However, Brunetto et al14 considered the hasty application of this method as an alternative to the detection of AT by the ventilatory method (threshold 1), claiming to have shown no statistically significant correlation in proportionate values of peak VO2 during exercise stress tests.

As a counter-argument, it should be noted that in Brunetto et al14 study, there are two important differences with respect to this research. The first is that the protocol used by these authors was modified Bruce, with stages lasting three minutes and treadmill inclinations, while ours was done in increments of 0.5 km/h every minute and no inclination. The second difference is that the volunteers of Brunetto et al14 study were adolescents aged between 14 and 18, different from our volunteers, aged between 9 and 11 years.

Aside from these arguments, we emphasize that the main objective of this study was not to compare the HRVt detection method with any other, but to use it as a parameter for evaluating the CRC of three groups of pre-adolescents. With respect to demographics and clinical features of this sample, it is worth noting that the value of volunteers' height was not different between groups. This aspect is relevant in studies that use the treadmill as an evaluation tool, because people tend to run earlier in incremental tests, which can interfere in the evaluation of results.

With respect to data obtained at HRVt, there are strong indications that the factor responsible for lower performance presented by the groups O and MO was limited mobility due to increased body weight of these volunteers24,25.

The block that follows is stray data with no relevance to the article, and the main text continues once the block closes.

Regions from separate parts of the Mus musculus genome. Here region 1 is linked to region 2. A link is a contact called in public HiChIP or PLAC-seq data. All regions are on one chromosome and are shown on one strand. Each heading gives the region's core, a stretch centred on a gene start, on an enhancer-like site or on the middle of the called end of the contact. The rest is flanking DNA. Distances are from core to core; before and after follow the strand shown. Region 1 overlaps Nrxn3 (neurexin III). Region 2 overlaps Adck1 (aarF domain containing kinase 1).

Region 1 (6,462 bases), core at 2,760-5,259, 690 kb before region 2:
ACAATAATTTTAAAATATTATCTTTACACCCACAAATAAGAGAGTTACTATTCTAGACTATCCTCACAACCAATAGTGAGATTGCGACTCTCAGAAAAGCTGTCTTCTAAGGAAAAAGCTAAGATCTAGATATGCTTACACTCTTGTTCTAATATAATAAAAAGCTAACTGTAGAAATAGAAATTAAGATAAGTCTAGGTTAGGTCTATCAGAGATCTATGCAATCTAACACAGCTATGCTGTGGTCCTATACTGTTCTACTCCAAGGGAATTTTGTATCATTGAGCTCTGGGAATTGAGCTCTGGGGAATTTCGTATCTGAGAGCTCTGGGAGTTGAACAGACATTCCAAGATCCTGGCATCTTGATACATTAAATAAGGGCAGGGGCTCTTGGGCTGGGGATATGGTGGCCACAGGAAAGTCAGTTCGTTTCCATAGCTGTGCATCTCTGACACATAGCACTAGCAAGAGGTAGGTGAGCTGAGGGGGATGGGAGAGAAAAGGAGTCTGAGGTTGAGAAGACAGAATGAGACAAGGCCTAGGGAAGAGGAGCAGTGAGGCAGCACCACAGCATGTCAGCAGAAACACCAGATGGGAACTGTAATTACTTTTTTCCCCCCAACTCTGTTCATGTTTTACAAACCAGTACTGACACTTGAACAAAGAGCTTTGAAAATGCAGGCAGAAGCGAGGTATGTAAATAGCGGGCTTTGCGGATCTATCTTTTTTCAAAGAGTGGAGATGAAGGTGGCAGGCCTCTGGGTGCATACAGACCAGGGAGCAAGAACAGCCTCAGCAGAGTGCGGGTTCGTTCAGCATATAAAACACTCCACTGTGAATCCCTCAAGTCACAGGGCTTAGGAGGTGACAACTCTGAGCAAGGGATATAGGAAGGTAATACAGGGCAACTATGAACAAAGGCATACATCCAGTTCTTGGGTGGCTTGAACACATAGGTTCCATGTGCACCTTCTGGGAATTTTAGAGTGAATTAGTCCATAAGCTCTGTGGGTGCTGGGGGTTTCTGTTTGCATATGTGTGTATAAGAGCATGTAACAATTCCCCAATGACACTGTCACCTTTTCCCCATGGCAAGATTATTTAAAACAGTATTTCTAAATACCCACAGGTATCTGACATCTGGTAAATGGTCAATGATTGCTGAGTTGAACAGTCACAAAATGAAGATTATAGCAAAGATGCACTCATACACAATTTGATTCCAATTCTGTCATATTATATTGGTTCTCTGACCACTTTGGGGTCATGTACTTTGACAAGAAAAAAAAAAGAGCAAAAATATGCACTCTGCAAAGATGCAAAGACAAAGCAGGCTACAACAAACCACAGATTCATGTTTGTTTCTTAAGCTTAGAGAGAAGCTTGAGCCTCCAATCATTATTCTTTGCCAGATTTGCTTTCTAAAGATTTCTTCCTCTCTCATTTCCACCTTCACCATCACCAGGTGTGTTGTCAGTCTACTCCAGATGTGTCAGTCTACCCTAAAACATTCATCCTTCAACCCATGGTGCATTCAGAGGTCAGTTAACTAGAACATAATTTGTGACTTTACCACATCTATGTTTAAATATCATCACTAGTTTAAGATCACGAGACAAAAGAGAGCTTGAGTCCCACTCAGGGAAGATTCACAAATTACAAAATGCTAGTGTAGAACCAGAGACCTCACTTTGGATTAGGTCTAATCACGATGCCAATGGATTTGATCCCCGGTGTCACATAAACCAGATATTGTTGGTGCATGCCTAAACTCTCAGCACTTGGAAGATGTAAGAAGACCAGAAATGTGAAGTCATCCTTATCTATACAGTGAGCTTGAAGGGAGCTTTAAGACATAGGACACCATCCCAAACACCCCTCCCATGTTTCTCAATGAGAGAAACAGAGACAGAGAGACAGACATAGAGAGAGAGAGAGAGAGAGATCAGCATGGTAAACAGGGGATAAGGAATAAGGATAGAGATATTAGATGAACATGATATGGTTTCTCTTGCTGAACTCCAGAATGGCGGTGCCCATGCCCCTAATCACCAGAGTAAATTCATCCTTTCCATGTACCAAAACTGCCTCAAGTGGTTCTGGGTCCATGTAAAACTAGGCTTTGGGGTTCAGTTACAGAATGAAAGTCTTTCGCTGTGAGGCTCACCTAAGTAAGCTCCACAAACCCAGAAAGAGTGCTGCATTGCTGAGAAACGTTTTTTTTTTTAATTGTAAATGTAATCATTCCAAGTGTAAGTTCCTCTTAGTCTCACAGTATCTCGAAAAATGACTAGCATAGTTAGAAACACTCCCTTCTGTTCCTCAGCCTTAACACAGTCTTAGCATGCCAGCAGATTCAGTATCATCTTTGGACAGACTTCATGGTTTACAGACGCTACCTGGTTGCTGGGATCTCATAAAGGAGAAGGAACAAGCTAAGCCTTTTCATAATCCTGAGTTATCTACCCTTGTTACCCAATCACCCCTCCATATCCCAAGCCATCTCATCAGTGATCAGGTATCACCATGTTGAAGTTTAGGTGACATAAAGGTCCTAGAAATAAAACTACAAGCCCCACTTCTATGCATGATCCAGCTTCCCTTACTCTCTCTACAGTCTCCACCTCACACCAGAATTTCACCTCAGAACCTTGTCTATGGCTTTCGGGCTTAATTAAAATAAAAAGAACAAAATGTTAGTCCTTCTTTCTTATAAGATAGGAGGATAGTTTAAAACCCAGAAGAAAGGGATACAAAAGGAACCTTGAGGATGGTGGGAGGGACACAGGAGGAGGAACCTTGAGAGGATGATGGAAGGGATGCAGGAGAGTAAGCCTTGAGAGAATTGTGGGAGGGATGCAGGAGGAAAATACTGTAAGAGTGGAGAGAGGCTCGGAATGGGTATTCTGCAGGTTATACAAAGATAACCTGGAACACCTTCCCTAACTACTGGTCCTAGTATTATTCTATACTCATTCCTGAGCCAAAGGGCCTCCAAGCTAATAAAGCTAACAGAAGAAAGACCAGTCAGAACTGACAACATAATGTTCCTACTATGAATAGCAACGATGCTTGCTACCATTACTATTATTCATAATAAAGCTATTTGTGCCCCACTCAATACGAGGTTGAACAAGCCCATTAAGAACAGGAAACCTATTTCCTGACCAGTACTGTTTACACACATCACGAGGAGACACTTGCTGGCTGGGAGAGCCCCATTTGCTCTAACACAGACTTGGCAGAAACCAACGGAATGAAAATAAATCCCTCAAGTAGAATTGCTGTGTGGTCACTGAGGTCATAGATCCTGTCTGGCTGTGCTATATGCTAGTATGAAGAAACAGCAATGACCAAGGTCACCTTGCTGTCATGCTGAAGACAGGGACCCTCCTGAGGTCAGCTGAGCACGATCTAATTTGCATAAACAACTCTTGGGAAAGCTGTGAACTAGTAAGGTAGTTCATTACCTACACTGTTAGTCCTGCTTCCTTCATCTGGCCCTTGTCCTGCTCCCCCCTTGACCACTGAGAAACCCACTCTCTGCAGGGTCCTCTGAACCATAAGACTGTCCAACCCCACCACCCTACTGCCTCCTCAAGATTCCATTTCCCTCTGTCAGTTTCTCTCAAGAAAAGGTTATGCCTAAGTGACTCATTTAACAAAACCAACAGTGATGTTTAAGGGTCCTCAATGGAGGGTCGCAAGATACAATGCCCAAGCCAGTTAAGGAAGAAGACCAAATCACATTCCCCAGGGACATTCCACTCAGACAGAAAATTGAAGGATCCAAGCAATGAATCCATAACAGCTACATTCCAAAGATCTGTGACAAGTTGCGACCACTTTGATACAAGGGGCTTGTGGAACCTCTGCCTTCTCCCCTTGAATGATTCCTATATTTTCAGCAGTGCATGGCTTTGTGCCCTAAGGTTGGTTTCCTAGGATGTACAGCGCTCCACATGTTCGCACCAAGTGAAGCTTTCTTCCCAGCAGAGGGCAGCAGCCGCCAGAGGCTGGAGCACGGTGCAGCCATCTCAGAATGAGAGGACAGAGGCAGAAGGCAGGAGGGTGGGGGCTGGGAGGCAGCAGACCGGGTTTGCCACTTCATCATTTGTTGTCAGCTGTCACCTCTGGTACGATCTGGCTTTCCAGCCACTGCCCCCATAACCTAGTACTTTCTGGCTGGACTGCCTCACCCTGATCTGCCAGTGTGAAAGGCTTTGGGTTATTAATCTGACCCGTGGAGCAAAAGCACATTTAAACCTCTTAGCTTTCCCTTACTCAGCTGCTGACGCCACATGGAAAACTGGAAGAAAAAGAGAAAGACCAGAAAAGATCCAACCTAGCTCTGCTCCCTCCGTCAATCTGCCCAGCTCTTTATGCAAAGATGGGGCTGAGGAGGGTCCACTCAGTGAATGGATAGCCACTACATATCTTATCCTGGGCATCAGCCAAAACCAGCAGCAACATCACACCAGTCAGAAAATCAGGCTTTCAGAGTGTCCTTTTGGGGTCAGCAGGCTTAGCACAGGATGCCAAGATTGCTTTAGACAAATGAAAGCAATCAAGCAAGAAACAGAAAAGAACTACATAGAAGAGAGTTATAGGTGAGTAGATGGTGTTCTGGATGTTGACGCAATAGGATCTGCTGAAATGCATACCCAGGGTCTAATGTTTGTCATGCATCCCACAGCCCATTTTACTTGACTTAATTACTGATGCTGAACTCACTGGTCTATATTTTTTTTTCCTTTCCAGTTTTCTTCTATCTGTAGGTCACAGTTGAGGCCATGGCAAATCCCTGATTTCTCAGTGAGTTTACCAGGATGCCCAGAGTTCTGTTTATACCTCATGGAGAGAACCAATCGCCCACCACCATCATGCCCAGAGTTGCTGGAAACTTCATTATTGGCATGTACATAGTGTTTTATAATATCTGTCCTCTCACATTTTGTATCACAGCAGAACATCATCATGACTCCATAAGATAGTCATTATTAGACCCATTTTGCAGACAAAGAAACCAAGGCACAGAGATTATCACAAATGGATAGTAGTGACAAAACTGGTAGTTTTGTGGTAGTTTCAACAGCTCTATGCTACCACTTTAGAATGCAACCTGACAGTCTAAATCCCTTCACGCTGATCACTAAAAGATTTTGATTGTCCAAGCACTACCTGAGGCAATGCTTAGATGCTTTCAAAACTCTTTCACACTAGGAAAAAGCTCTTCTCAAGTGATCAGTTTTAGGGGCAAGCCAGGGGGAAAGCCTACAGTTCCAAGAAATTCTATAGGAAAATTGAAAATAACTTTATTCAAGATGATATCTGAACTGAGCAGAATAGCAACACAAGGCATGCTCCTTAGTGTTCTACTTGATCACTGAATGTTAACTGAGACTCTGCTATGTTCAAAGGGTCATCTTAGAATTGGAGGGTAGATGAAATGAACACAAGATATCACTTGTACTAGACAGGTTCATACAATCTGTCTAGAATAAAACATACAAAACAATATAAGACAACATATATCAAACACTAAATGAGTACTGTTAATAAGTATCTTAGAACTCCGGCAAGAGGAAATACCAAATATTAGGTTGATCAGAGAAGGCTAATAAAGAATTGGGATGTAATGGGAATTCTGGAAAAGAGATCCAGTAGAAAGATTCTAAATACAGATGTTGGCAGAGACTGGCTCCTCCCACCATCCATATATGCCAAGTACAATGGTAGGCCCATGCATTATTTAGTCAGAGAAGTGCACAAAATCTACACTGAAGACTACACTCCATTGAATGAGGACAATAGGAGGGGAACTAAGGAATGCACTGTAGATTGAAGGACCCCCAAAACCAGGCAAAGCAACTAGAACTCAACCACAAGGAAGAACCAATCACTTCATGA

According to Birrer and Levine26, there is evidence that motor skill may be jeopardized by factors such as adiposity, reducing the performance of obese children subjected to incremental tests. Other studies such as those by Rowland27, Zanconato et al28, Huttunen and Paavilainen29 also showed higher values of VO2max in normal children compared to obese children. Also for Goran et al25, when there is more fat mass in obese children in proportion to the amount of fat mass in normal children, it is reasonable to think that this factor has limited functional capacity of obese children, as this aspect did not contributed to the study being conducted, which would increase the limitation of obese children.

In contrast, according to some authors25,30, when there is standardization for differences in body size, obese people have VO2max values similar to those of normal weight individuals. However, when it comes to measurements in submaximal efforts, such as those regarding the HRVt zone, there is greater consensus on the existence of major differences between obese and non-obese individuals because the former present, in these conditions of stress, higher HR values, respiratory rate and VO2max25 percentage. For example, in a study31 in which obese children were subjected to hikes with non-obese children, they used 57.0% of VO2max, while the normal children used only 36.0% of VO2max. More recently, it has been documented that obese children have used 44.0% of VO2max against 37.0% used by non-obese children when performing activities considered mild moderate25.

In this study, considering VO2 values at HRVt, it was found that O and MO pre-adolescents showed 47.8% and 40.1% respectively of the value presented by the children from the NO group.

The stress caused by obesity also caused the O and MO volunteers to reach, from the rest to HRVt, a distance of only 42.1% and 33.4% respectively, of the distance reached by NO. At the same time, the speed reached by NO children was 39.6% higher than that achieved by O children at HRVt, and 43.3% higher than that of OM children in the same condition.

One last aspect has shown the best CRC of NO pre-adolescents. Figure 4 displays the median values of initial HR and at HRVt. In general, low values of resting HR, such as the one shown by NO, reflects a good functional status associated with a better fitness level32,33, while high values, such as those presented by O and OM, are related to various physiological disorders and predisposition to certain types of cardiovascular diseases33,34.